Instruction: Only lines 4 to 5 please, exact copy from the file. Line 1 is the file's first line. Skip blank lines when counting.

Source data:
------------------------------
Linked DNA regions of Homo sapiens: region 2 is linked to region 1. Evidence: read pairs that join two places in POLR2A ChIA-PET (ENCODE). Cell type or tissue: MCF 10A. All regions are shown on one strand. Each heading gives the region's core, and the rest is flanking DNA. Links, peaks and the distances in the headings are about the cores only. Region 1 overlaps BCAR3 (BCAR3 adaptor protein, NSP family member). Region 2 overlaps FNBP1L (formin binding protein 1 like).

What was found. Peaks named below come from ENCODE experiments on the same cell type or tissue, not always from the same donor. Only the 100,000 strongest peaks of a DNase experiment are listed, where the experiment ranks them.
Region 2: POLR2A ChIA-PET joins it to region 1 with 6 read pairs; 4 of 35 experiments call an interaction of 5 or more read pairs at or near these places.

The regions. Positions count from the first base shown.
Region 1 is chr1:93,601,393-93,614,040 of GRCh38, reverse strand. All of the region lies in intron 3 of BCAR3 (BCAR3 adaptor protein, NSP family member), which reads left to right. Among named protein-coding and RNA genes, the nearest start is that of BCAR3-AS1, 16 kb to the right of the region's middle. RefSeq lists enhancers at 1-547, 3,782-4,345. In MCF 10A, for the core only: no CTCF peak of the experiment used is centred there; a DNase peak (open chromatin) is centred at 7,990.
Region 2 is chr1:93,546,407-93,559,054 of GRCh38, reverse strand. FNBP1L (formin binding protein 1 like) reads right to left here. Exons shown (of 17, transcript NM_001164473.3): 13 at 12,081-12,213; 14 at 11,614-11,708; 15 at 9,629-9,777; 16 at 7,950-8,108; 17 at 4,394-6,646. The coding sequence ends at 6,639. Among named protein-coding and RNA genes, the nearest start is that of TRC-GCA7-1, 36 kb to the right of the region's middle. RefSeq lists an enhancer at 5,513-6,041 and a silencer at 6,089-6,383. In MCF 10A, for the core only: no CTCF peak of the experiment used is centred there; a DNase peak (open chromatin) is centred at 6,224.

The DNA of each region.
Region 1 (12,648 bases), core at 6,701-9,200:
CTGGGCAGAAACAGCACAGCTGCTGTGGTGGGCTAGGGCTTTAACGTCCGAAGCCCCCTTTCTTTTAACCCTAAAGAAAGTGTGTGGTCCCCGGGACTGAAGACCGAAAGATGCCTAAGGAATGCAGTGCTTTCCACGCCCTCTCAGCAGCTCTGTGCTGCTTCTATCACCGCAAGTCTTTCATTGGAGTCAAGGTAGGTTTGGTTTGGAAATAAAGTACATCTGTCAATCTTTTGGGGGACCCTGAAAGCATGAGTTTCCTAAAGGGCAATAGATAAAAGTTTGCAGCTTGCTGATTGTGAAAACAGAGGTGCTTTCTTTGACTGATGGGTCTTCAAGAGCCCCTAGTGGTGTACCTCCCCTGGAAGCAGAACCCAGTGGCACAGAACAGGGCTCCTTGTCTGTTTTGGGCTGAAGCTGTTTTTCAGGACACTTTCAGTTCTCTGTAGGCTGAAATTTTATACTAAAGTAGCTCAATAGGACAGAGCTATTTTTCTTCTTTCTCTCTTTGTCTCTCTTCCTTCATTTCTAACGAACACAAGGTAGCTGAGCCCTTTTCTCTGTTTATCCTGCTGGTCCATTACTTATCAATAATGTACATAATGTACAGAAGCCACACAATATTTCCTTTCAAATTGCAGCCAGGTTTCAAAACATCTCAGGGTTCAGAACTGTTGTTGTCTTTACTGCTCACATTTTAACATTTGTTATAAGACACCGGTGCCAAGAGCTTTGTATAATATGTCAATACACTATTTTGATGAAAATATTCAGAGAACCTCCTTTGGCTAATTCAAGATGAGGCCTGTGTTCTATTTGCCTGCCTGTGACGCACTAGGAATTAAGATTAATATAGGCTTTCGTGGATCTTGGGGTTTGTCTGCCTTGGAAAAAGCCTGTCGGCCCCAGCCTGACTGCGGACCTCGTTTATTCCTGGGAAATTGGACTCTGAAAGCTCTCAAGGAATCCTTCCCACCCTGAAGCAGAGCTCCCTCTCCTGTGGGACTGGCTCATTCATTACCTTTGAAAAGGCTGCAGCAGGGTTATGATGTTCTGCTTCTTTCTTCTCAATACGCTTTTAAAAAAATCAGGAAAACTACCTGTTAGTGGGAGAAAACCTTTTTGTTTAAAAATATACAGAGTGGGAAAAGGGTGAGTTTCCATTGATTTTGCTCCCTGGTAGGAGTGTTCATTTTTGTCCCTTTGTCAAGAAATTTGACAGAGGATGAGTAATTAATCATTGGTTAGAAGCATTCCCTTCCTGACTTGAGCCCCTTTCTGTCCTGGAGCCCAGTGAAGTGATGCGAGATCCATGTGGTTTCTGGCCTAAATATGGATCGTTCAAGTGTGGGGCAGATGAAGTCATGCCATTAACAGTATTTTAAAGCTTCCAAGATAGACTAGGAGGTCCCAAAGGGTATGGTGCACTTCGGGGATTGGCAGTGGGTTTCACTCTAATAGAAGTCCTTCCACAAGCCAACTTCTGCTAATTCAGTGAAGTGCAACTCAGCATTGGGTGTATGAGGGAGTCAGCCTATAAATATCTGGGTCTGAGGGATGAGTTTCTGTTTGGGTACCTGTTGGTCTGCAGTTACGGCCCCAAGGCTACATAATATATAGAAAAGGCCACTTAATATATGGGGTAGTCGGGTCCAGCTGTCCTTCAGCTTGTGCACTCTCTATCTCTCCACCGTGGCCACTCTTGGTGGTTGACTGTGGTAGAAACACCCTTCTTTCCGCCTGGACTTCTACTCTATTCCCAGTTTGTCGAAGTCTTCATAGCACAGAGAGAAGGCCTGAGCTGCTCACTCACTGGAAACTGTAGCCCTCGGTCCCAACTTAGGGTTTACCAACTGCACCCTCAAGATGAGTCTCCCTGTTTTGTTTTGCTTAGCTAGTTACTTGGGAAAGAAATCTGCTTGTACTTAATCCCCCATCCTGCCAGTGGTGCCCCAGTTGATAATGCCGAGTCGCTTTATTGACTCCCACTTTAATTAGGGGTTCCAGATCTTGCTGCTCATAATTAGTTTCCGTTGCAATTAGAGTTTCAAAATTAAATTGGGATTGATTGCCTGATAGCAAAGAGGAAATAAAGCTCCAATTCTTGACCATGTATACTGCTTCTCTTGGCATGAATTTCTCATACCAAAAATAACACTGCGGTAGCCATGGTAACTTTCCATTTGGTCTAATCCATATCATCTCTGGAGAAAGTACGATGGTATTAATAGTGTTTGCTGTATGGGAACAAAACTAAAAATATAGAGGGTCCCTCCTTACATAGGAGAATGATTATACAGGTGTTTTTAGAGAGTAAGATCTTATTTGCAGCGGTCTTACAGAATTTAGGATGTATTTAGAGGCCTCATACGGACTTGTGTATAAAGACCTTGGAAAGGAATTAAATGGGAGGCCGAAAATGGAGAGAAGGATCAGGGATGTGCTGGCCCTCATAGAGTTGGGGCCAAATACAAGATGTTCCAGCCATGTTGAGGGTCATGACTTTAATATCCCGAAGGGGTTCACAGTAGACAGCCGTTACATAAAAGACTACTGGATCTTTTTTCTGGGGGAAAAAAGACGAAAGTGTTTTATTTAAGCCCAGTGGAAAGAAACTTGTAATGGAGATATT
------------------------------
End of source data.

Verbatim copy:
The regions. Positions count from the first base shown.
Region 1 is chr1:93,601,393-93,614,040 of GRCh38, reverse strand. All of the region lies in intron 3 of BCAR3 (BCAR3 adaptor protein, NSP family member), which reads left to right. Among named protein-coding and RNA genes, the nearest start is that of BCAR3-AS1, 16 kb to the right of the region's middle. RefSeq lists enhancers at 1-547, 3,782-4,345. In MCF 10A, for the core only: no CTCF peak of the experiment used is centred there; a DNase peak (open chromatin) is centred at 7,990.